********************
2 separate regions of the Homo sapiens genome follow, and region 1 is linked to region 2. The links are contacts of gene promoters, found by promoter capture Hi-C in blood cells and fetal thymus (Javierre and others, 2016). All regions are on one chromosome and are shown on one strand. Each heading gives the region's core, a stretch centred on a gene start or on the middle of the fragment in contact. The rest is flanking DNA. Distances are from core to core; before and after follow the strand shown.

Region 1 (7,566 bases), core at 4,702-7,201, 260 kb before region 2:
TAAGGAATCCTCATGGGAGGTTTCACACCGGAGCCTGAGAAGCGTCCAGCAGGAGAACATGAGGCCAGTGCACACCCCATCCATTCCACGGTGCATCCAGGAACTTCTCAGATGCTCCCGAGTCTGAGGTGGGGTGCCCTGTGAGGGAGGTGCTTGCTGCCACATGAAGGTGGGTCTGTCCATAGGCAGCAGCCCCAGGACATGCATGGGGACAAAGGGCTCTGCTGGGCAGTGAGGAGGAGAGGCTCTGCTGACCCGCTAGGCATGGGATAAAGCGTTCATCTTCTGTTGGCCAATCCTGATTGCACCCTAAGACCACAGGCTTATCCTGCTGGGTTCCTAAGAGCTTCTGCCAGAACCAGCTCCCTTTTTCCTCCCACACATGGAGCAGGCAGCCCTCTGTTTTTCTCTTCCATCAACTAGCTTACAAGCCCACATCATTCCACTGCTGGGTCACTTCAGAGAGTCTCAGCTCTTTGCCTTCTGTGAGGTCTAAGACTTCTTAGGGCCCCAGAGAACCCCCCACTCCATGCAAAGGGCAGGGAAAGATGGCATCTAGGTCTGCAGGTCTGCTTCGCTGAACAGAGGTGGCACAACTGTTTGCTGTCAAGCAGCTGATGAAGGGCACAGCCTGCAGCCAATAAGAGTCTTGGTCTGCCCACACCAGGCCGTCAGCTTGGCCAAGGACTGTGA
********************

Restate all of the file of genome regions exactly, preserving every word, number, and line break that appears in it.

2 separate regions of the Homo sapiens genome follow, and region 1 is linked to region 2. The links are contacts of gene promoters, found by promoter capture Hi-C in blood cells and fetal thymus (Javierre and others, 2016). All regions are on one chromosome and are shown on one strand. Each heading gives the region's core, a stretch centred on a gene start or on the middle of the fragment in contact. The rest is flanking DNA. Distances are from core to core; before and after follow the strand shown.

Region 1 (7,566 bases), core at 4,702-7,201, 260 kb before region 2:
TAAGGAATCCTCATGGGAGGTTTCACACCGGAGCCTGAGAAGCGTCCAGCAGGAGAACATGAGGCCAGTGCACACCCCATCCATTCCACGGTGCATCCAGGAACTTCTCAGATGCTCCCGAGTCTGAGGTGGGGTGCCCTGTGAGGGAGGTGCTTGCTGCCACATGAAGGTGGGTCTGTCCATAGGCAGCAGCCCCAGGACATGCATGGGGACAAAGGGCTCTGCTGGGCAGTGAGGAGGAGAGGCTCTGCTGACCCGCTAGGCATGGGATAAAGCGTTCATCTTCTGTTGGCCAATCCTGATTGCACCCTAAGACCACAGGCTTATCCTGCTGGGTTCCTAAGAGCTTCTGCCAGAACCAGCTCCCTTTTTCCTCCCACACATGGAGCAGGCAGCCCTCTGTTTTTCTCTTCCATCAACTAGCTTACAAGCCCACATCATTCCACTGCTGGGTCACTTCAGAGAGTCTCAGCTCTTTGCCTTCTGTGAGGTCTAAGACTTCTTAGGGCCCCAGAGAACCCCCCACTCCATGCAAAGGGCAGGGAAAGATGGCATCTAGGTCTGCAGGTCTGCTTCGCTGAACAGAGGTGGCACAACTGTTTGCTGTCAAGCAGCTGATGAAGGGCACAGCCTGCAGCCAATAAGAGTCTTGGTCTGCCCACACCAGGCCGTCAGCTTGGCCAAGGACTGTGA